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Government strengthens victims' rights

Government strengthens victims' rights

EMBARGO: 3pm, Tuesday, 12 February 2008

The Government will strengthen victims' rights through a range of initiatives, including developing a Victims' Charter and funding a national 0800 victim helpline and a website for victims, Justice Minister Annette King said today.

Ms King said the initiatives are among the first in a series of Government responses this year aimed at increasing the level of support provided to victims. "I am determined that 2008 will be the year in which victims' rights are properly addressed."

In other initiatives announced today, Ms King said the Labour-led Government will also provide additional funding to the New Zealand Council of Victim Support Groups to build the capability of frontline service co-ordinators.

Ms King says other issues will be addressed in the Government Response to the Report of the Victims Rights Inquiry, released in December. "The Committee's Report also raised the issue of compensation for victims and the Government has asked the Law Commission to undertake a review of this issue."

Ms King says a Victims' Charter will be developed to build awareness of the standard of service that victims can expect from government agencies. "The Charter will be a significant step in ensuring that victims of crime are aware of their rights under the Victims Rights Act and the information and services they should receive.

"There will be more information available to victims by improving the coordination and integration of information across government agencies and non-government organisations," she said.

Ms King said the Labour-led Government would provide $1.7 million in 2008/09 establishing a central contact point for victims to provide information and to assist victims with advice about support agencies and services. "This will include a national 0800 victim helpline and website for victims, and some of the funding will also be used to boost funding for Victim Support to help them attract suitably skilled and experienced staff to meet the needs of victims."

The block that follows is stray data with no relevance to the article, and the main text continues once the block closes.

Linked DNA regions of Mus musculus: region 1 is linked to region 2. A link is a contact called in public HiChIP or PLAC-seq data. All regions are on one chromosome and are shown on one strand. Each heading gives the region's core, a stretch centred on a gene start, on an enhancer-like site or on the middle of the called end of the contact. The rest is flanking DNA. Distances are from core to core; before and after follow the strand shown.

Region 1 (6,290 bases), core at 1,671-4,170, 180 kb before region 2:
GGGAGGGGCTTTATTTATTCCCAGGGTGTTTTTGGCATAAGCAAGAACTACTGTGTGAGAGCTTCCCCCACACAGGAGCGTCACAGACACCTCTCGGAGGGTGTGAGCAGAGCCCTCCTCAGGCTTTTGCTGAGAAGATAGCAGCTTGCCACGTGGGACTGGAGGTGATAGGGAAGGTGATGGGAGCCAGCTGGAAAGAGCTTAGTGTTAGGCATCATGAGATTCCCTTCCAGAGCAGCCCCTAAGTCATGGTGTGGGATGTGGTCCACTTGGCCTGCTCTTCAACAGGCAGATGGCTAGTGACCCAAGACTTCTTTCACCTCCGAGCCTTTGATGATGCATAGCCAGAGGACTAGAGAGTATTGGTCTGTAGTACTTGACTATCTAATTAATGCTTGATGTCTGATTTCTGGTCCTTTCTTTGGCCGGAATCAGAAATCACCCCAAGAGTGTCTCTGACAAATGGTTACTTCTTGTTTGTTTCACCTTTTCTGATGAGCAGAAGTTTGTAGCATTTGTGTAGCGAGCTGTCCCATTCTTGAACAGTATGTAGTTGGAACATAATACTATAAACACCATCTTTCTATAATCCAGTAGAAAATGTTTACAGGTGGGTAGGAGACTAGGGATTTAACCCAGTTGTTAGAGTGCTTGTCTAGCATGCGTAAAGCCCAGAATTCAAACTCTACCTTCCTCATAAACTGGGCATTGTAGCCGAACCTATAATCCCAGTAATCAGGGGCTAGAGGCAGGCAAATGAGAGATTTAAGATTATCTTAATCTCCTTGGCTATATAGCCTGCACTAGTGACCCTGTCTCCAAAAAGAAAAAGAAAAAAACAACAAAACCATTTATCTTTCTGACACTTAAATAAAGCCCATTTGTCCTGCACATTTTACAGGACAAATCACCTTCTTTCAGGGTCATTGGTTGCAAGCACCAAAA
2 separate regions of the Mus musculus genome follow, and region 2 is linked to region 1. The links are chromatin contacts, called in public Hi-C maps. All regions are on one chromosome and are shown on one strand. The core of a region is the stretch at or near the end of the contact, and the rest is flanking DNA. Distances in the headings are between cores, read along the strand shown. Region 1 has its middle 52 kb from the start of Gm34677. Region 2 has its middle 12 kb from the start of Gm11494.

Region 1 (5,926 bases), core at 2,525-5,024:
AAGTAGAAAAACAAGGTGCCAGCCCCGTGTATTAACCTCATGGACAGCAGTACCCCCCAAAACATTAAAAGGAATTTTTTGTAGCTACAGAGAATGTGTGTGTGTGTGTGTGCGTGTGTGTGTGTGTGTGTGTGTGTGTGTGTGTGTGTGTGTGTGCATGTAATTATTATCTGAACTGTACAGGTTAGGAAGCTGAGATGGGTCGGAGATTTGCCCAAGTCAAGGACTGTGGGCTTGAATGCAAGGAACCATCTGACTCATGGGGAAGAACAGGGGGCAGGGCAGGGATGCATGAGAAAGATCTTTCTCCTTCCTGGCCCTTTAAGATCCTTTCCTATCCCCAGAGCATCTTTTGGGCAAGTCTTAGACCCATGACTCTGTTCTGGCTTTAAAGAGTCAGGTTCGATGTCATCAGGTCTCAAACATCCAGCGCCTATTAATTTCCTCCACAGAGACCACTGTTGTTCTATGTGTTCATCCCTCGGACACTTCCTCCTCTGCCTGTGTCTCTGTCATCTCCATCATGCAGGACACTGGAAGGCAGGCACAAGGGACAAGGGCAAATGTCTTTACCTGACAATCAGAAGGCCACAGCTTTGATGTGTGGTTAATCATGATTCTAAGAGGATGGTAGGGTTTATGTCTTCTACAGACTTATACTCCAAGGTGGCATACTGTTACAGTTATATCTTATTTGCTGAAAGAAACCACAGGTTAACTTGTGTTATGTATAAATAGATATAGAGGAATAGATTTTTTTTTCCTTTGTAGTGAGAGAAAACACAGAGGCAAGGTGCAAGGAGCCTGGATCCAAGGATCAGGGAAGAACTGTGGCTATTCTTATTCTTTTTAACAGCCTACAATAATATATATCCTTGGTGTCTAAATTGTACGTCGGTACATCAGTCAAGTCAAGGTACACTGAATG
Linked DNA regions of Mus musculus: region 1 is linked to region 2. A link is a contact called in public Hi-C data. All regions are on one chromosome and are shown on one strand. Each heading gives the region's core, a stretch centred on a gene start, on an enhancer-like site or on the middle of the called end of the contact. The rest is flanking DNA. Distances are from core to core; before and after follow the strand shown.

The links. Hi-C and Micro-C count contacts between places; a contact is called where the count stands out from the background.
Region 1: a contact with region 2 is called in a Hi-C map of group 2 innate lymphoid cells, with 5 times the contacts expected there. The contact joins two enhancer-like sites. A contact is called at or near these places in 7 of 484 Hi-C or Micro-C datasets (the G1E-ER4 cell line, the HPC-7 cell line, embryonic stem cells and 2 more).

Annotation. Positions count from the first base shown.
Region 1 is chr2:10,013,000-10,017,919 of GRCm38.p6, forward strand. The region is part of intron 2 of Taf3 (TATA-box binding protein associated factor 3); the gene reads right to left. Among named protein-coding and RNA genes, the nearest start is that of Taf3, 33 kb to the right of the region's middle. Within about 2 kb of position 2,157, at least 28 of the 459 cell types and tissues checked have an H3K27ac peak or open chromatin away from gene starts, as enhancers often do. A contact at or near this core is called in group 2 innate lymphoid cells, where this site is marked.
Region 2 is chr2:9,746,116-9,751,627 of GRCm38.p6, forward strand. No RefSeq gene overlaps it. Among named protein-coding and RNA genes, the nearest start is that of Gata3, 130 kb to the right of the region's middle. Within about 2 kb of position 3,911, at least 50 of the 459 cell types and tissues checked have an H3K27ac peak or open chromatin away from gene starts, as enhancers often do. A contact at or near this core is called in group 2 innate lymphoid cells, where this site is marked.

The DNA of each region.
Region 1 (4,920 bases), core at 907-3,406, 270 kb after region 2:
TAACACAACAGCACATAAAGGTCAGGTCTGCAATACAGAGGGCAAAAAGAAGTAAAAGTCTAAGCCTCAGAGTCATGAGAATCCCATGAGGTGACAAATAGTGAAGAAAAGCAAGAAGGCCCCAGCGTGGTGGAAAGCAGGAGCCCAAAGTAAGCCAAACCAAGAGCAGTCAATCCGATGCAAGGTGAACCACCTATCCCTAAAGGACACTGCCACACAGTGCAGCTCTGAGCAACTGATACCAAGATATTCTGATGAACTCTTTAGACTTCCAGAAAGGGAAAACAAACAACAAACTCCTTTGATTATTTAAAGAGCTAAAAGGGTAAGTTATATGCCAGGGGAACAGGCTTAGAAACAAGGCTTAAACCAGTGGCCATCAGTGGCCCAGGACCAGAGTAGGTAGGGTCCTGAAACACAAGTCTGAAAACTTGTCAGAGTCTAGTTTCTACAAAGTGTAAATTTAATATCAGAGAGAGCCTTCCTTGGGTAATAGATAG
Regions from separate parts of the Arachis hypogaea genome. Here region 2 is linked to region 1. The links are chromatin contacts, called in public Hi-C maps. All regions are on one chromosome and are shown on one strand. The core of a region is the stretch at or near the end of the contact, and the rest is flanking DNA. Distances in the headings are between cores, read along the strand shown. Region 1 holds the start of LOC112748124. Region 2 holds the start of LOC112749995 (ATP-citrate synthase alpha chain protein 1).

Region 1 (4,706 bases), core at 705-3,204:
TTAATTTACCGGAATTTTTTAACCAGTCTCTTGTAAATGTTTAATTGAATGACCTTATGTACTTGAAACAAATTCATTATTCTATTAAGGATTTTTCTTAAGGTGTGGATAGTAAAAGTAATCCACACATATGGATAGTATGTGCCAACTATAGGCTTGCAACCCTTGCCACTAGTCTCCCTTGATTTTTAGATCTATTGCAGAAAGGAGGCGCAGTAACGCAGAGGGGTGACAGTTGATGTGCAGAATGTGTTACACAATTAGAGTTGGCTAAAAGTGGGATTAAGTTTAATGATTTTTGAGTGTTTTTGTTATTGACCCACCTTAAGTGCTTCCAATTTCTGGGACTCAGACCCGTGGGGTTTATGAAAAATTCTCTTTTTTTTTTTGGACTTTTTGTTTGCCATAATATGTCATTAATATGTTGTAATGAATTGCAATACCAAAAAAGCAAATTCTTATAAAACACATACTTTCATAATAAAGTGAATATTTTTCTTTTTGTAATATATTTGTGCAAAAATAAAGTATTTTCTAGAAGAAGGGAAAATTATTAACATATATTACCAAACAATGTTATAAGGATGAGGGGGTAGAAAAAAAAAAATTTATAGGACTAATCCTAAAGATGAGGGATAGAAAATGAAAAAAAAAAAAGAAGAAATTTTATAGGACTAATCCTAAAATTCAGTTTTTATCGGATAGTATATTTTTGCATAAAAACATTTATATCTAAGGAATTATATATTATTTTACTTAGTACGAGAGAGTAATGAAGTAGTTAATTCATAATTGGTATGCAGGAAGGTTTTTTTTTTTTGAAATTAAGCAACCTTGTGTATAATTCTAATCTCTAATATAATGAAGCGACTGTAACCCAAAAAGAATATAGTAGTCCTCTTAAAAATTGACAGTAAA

In a separate initiative, Ms King said the Government will also provide additional services, totalling $5.8 million in 2008/09 and $6.2 million in subsequent years, through Family Violence Courts.

In the Family Violence Courts, the role of an independent Victim Advocate/Support Person will be introduced to provide support and assistance to victims of domestic violence, she said.

The Government will also fund non-government service providers delivering stopping violence programmes to offenders referred from Family Violence Courts. "These programmes will help break the cycle of violence and re-victimisation."

Ms King said urgent amendments are also being progressed to the Legal Services Act 2000 to ensure victims have full access to legal representation and do not need to repay legal aid grants. "I am absolutely determined victims should not be re-victimised by having to make repayments."

The Minister also announced today that in response to the Ombudsman's report Investigation into the issues involving the administration of criminal justice, a Justice Advisory Board of eminent New Zealanders is being established.

"This is a major initiative. The board will help senior Justice Ministers test ideas, and provide an opportunity for ongoing dialogue about the direction of the broader justice sector as well as specific justice sector issues," she said. "The Advisory Board will have a mandate to engage with the wider public and will provide an independent perspective drawing on broad expertise and experience from across the justice sector."

Ms King said successful precedents for this type of model included the Growth and Innovation Advisory Board and the National Advisory Committee on Health and Disability.

ENDS

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